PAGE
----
Editorial copy is worth three times the equivalent in paid advertising. Why is this the case, apart from the fact that it’s free? Basically, it’s to do with credibility. Everyone knows an ad lauding a product or service has been paid for by the owner.
In the case of editorial, however, we are seeing ‘news’, as determined by a journalist, who is paid to be ‘objective’. Sure, there are exceptions, but it is this credibility that makes publicity so valuable.
Research also shows that editorial is more likely to be remembered long after the memory of most paid advertising has vaporised in the cerebral cortex.
Here are six tips to help you create your own publicity:
1. Determine how your market gets their information
There’s really not a lot of point getting a story about your plumbing business in Business Review Weekly. If you have a very specific market, it should be fairly obvious what media they use. For instance, most young people use social media, while business people are more likely to readBRW, the Australian Financial Review or online news sites etc.
If you don’t already know, you can always ask clients directly, through a survey form. It could be a magazine, it could be small business blogs, or it could be Facebook. Once you identify which media to target, you can then start formulating your story.
2. Find a news angle
Here are some ideas to get your brain juices percolating:
- Human interest – Have you’ve overcome certain obstacles to get where you are? It may not seem like a story to you, but to your local community, your story could be really interesting.
- Has your business/product won any awards?
- Can you involve a local identity or event?
- Can you genuinely help disadvantaged people/animals/children in some way with your business? This can provide a wonderful human-interest angle.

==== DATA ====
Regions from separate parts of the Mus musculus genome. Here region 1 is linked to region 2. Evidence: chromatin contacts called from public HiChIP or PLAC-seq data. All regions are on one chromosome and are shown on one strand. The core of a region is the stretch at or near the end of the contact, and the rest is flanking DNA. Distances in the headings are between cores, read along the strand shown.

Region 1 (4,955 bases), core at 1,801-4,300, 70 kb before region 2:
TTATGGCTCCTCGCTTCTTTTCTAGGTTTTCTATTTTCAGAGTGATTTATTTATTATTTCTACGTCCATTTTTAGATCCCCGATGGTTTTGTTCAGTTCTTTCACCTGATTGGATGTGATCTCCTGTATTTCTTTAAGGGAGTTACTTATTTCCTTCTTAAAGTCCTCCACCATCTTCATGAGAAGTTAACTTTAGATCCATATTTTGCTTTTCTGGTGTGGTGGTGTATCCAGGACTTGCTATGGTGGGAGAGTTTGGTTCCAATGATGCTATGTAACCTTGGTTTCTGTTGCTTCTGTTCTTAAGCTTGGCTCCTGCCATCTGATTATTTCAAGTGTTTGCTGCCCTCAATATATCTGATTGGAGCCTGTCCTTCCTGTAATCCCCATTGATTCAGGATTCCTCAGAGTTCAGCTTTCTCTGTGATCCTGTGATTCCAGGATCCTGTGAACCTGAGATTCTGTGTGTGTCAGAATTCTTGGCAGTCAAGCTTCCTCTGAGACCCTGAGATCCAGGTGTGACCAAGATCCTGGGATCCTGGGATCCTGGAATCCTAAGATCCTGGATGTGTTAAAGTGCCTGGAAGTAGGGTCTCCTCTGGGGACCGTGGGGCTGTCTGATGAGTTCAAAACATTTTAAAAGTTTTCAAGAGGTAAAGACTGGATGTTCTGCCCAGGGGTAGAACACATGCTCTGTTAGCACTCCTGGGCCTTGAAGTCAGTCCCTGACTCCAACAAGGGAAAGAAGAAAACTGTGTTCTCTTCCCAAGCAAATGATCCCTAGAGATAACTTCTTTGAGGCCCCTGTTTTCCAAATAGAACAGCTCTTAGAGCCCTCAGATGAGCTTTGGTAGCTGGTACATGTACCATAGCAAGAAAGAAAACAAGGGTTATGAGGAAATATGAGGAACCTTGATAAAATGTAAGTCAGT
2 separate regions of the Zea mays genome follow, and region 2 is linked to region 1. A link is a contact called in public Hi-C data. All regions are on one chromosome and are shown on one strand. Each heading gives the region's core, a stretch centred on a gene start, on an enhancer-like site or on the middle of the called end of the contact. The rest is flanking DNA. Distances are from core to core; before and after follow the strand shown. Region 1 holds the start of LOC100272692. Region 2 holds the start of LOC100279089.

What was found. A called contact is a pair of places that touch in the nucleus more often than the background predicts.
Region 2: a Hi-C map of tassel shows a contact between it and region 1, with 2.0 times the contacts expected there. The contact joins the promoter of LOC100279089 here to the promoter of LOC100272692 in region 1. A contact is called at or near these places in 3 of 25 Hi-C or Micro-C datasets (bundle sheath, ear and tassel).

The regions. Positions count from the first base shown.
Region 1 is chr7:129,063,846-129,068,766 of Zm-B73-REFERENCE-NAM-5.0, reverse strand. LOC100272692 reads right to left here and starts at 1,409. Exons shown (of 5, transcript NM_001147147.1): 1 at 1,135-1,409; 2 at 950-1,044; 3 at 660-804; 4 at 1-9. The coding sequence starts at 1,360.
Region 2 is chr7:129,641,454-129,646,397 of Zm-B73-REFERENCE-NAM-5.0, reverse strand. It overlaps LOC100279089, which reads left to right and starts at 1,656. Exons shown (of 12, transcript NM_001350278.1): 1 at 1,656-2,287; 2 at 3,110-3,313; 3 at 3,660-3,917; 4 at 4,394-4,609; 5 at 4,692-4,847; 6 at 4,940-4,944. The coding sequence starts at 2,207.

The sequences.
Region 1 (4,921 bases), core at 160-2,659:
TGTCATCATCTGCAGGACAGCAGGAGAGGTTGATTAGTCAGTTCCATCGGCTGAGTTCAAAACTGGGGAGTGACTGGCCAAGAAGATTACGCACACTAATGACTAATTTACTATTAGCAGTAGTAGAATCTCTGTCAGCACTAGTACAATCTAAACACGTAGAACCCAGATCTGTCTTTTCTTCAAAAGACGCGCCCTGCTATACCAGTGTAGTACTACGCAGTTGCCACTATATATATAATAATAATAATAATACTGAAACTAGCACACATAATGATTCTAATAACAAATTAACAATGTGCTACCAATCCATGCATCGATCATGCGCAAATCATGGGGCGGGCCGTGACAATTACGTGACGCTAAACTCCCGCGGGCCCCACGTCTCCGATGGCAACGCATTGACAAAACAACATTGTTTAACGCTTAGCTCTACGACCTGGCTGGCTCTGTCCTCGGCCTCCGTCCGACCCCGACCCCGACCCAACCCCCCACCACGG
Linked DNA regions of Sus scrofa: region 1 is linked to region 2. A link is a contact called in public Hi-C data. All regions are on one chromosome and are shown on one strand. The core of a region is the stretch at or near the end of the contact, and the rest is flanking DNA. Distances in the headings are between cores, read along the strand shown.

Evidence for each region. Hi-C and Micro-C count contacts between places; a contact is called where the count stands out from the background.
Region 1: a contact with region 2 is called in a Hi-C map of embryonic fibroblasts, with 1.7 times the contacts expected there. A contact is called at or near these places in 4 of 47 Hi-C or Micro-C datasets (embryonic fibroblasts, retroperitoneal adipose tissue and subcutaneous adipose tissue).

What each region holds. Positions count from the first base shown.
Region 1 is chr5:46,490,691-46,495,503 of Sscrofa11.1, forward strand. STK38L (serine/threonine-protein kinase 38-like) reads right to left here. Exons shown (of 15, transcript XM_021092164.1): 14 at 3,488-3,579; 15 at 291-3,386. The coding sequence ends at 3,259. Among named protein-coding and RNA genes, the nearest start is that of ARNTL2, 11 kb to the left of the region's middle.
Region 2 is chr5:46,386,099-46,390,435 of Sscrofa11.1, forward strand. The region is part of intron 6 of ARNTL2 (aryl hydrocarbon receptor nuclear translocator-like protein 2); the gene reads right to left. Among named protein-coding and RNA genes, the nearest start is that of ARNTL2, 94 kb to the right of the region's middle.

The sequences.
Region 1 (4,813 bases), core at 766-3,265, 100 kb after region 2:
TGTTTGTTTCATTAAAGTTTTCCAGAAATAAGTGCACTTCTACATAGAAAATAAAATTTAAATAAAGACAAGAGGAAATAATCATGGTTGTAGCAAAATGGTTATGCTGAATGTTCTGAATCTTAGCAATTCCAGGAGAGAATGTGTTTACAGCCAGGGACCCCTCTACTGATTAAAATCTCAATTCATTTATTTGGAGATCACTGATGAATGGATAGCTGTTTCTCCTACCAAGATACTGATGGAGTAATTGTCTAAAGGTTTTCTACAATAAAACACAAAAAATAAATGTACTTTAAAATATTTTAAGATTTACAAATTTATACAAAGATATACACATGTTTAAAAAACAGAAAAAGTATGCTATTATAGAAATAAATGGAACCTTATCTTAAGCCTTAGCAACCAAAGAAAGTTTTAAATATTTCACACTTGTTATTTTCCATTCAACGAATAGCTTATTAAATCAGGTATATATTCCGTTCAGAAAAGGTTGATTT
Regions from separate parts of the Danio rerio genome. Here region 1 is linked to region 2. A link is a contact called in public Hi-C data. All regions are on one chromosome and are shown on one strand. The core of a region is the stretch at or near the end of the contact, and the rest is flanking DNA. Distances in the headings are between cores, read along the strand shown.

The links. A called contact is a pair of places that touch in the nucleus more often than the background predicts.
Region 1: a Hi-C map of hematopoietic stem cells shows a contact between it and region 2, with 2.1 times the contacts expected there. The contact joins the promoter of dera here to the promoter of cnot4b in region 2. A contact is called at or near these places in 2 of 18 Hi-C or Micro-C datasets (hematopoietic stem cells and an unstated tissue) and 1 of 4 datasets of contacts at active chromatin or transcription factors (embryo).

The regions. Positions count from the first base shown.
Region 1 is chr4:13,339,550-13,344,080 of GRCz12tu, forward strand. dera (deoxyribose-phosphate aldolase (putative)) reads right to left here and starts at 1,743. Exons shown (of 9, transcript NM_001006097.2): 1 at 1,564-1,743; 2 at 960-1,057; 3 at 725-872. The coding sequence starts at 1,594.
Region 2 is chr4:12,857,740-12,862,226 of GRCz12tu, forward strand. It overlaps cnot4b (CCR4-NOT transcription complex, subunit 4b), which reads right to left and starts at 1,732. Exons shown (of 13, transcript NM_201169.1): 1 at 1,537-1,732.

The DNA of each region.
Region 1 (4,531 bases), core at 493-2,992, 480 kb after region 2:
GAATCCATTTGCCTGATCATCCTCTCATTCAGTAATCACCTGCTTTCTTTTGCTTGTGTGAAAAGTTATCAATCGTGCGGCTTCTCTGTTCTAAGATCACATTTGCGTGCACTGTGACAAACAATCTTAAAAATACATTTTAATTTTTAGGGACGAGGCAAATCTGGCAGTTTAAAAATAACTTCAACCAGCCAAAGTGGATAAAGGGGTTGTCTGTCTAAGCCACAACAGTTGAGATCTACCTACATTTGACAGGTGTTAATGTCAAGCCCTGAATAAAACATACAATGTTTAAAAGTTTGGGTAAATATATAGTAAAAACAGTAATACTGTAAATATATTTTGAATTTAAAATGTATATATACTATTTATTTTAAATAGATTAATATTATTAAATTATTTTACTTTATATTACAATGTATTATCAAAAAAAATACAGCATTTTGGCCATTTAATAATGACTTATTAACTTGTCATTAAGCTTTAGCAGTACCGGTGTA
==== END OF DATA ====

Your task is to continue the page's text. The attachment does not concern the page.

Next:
- Tap into seasonal events or hot news topics that have some relevance to your business by offering some specialist advice, such as romantic ideas for Valentine’s Day, or budget tips for a recession.
Want more articles like this? Check out the Public relations, PR section.
3. Devise a fantastic photo opportunity
Great visual opportunities can be a huge draw card for the media. Going to a small amount of effort to organise props or set up at an interesting location could be just the thing to get you noticed by a journalist and photographer.
I once brought in some husky dogs when promoting an expedition to the South Pole. We got lots of TV and print coverage with those gorgeous canines – and the dogs didn’t even need to set paw on any actual ice – the expedition was using kite sleds! (That was part of the story).
Of course, you do need a story, but if you can make it easier for the media by providing lovely visual options, so much the better!
4. Make it easy for the media
Prepare a simple one-page media release that you can email to your target outlet. You only need three or four paragraphs that summarise your story – and you don’t have to be a Pulitzer Prize-winning writer. Include your contact details and try to prepare a short, catchy heading.
WARNING: Don’t make claims that are not true. You will be found out and your credibility will be gone forever.
5. Be creative
You’re the one who knows your business best. Why not try to think of some creative ways of developing a profile for yourself that promotes your expertise and the “brand” of your business? You could approach a paper about setting up a weekly advice column, or a talk-show spot.
6. Be persistent
If a journalist is not interested, try another media organisation, another journalist or another story idea. One thing PRs are not known for is a thin skin!
Try and think of new angles every few months to build up your profile. You could target new types of media or go back to the same journalist and work on building a business relationship with them and – before you know it – you too could be managing your own bubbling PR campaign!
What are your tips for creating your own publicity?